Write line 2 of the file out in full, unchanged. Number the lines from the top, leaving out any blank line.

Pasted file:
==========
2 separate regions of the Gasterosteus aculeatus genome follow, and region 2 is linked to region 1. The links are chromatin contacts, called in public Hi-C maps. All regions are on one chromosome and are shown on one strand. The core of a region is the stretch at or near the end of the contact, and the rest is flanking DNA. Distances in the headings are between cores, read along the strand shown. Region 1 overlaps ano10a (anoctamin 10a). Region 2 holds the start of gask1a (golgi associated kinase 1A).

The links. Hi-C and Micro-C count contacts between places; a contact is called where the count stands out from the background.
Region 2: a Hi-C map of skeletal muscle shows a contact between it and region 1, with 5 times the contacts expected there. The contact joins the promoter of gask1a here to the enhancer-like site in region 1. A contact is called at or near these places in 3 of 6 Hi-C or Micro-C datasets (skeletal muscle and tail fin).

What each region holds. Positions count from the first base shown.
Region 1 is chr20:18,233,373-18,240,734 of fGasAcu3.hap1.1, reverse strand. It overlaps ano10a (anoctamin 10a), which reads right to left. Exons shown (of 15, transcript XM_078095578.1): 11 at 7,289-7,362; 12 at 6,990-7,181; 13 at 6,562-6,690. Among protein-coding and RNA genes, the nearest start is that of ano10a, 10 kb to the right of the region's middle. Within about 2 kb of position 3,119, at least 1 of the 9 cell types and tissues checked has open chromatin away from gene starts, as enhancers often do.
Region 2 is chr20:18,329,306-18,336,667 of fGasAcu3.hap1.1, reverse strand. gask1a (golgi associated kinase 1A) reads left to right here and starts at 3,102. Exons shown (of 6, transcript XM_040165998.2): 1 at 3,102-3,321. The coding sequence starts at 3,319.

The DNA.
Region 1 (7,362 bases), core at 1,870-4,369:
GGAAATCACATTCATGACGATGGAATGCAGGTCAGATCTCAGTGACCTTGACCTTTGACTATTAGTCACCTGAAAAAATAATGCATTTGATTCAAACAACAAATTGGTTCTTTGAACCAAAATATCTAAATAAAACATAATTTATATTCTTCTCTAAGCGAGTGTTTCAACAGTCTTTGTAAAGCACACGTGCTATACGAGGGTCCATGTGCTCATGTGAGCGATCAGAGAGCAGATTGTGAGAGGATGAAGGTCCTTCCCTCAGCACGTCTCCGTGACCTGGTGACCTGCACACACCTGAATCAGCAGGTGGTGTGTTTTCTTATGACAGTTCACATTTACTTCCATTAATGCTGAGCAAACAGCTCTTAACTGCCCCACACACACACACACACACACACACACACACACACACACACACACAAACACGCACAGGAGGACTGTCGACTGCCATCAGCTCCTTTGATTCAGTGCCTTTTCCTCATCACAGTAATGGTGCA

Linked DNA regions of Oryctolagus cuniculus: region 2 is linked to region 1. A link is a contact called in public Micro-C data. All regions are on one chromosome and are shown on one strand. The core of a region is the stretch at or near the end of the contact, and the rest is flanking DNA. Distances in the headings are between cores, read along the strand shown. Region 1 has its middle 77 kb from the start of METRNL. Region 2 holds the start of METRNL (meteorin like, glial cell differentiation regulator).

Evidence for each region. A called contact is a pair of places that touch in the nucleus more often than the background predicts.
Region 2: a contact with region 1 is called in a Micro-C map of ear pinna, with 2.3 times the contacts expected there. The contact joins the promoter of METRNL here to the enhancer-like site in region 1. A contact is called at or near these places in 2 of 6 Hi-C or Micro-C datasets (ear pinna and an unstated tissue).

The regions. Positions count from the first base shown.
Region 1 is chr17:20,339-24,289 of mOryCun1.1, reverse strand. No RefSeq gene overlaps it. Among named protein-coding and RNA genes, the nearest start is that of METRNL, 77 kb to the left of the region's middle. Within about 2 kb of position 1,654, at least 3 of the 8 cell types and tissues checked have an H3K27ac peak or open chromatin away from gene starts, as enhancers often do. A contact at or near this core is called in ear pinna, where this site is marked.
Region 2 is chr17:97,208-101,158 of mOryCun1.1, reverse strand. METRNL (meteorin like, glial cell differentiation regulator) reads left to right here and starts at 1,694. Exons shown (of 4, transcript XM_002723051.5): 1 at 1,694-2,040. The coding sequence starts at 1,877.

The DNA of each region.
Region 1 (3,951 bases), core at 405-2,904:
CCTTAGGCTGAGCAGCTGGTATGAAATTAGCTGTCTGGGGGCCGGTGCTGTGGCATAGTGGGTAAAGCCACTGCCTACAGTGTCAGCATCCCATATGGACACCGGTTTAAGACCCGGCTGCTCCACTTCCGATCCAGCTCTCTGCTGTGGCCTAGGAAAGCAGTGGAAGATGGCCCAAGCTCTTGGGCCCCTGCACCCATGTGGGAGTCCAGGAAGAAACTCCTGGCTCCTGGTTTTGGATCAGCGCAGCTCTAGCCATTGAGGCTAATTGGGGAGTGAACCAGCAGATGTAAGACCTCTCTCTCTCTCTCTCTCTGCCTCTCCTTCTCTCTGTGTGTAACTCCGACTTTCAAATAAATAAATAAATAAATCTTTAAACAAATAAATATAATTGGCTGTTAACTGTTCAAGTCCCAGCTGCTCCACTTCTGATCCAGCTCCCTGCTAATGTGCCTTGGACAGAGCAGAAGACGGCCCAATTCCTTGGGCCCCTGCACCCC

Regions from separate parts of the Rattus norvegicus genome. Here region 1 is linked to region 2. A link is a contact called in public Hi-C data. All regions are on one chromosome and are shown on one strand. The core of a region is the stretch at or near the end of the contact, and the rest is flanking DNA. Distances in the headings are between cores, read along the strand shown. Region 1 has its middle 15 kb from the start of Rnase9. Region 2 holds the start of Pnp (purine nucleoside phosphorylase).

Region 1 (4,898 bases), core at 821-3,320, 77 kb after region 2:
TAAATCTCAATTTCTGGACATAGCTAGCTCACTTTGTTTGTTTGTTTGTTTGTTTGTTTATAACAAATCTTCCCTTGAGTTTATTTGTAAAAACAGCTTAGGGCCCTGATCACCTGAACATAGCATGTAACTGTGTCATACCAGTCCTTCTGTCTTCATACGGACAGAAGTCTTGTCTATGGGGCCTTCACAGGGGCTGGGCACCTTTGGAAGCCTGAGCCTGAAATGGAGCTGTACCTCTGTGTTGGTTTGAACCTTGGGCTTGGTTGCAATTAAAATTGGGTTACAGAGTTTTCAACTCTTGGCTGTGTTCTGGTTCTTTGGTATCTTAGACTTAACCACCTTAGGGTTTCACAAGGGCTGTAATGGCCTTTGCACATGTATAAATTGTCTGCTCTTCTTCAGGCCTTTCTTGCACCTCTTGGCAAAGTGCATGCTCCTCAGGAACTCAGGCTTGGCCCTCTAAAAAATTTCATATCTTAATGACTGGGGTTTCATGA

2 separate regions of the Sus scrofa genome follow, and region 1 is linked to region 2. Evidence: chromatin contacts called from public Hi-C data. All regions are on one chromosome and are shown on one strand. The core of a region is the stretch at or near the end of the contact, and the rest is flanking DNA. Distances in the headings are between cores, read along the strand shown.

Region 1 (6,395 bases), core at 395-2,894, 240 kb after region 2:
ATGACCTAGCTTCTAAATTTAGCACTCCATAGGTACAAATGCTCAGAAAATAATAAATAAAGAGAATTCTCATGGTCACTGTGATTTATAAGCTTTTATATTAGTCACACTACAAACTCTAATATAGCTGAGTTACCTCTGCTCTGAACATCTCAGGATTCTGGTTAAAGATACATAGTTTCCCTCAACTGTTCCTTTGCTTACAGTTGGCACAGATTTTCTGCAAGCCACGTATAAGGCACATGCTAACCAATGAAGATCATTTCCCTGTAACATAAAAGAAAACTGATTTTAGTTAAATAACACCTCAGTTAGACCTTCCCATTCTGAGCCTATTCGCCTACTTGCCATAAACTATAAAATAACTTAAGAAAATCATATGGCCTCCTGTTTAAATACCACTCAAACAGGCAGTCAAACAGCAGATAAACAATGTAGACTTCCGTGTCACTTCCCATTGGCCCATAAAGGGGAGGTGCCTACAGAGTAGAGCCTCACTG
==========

The links. Hi-C and Micro-C count contacts between places; a contact is called where the count stands out from the background.